By Julie Gorham
There has been a LOT of legislation on reproductive health lately. A lot. And some of it is not on reproductive health so much as reproductive ridiculousness. Like five men sitting in a room to talk about women’s bodies: seriously?
Unfortunately, yes. Seriously. And the response has ranged from famously unabashed verbal abuse and lewd suggestions from a certain radio presenter, to Ohio Senator Nina Turner’s “Viagra Bill,” mandating men to speak with a sex therapist and get cardiac testing before being prescribed Viagra. Stephen Colbert, Jon Stewart and Saturday Night Live have all mocked the current governmental obsession with uteri, and Facebook is spattered with daily musings about it.
Here’s the thing: the legislation is, in fact, happening. Five men sat in a room talking about women’s health policy. And at the Women in the World summit in New York this weekend, Liberian activist and Nobel Peace Prize recipient Leymah Gbowee asked, “Where are all the angry American women?” I had the good fortune of being there, and I wanted to scream, “Here! Right here!” But I stopped myself. Because really, how angry am I behaving?
Sure, I’m pissed, but I’m acting more incredulous than anything. My Facebook posts haven’t been calls to action, but news clips and parodies, and “likes” of those posted by others.
I am a senior political science major at Bryn Mawr College–I feel like I should be DOING something. But what? What can I do?
Whenever I think about organizing a march, a protest–anything–I think of my thesis, my classes, my job applications, my student loans and the extraordinary lack of time that I have right now, and I think, “Impossible. I just don’t have the capacity.”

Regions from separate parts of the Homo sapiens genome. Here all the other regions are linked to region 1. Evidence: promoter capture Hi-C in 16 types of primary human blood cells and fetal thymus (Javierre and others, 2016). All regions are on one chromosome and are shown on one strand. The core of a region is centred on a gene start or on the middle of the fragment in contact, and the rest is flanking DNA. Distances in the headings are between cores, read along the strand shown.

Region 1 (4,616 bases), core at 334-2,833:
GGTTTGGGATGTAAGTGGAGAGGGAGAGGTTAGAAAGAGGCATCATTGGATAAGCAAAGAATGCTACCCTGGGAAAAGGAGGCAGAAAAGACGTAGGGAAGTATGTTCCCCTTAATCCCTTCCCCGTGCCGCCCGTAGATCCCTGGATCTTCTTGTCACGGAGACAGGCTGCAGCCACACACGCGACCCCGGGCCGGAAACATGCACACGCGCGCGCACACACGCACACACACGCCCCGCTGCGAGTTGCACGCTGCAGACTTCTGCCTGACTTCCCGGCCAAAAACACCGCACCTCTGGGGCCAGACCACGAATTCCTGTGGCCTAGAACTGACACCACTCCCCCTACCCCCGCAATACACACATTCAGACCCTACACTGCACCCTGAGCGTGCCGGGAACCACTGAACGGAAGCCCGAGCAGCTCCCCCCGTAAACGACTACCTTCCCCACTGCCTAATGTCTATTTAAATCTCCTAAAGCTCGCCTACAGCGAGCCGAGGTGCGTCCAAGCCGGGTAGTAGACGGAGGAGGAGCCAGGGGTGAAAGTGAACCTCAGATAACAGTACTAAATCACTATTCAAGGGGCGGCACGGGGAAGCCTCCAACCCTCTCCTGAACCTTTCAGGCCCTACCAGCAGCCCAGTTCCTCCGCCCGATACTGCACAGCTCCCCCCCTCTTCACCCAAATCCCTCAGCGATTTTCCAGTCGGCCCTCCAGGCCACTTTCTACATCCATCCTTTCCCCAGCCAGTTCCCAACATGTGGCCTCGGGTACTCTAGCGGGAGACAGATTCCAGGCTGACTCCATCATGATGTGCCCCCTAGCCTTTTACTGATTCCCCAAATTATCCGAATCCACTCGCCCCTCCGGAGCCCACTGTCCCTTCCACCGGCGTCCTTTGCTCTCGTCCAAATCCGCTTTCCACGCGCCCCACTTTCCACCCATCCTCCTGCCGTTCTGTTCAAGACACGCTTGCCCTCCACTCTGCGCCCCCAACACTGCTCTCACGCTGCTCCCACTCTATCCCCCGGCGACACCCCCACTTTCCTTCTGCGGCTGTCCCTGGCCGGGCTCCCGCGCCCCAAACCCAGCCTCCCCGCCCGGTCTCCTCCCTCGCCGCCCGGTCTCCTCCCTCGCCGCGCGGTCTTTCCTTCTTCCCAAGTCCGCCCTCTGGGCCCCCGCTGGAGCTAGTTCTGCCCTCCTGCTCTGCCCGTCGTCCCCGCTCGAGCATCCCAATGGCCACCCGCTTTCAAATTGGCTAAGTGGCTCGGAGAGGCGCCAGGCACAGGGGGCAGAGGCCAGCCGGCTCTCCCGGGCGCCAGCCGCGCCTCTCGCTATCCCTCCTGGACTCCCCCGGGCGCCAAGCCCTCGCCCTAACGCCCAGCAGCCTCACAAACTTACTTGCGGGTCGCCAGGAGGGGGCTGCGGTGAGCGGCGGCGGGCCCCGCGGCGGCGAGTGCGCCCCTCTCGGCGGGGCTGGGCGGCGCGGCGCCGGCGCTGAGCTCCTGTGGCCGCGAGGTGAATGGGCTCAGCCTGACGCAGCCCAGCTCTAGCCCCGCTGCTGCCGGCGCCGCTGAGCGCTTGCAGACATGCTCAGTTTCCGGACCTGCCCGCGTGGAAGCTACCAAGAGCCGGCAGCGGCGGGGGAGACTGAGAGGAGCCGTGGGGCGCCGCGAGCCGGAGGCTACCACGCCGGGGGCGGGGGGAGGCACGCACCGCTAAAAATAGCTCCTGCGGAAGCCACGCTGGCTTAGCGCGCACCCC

The thing is, does anybody have the capacity at the moment? Does anybody have the time for these things? Most people I know have raised their eyebrows when they find out about this legislation. Some engage in a long dialogue, but eventually, the sentiment is, “This is just one of those radical political fads–it’ll blow over.”
Will it, though?
In recent years we have seen elected politicians seek to overturn Roe v. Wade. People in power have been placing zygotes at the top of their agenda–above education, even. Recently Pennsylvania’s Senate and House passed a bill that requires abortion clinics to meet ambulatory and hospital standards: standards that are not required by birthing clinics. They say it’s to ensure women’s health. Uh-huh.
Laws are passing, laws that deal with governmental control over women’s bodies, and what are we doing? That’s what Gbowee questioned last week, and the question has been ringing in my head ever since: “Where are all the angry American women?”
But for all my questioning, I still don’t know. What can be done? What will make a difference? Marches seem to do very little these days. Pressuring advertising agencies makes a difference for commercial enterprises, but none of my emails to Corbett seem to change his mind. Yet, Gbowee is spot on; if all of us keep sitting still and watching in amazement as bill, after crazy bill gets introduced, we’re going to wake up someday soon and realize that our bodies are no longer our own.
This article is all I can think to do right now. I don’t have any genius ideas, but I’m in a community of bright and engaging people: I am ready to get angry with you.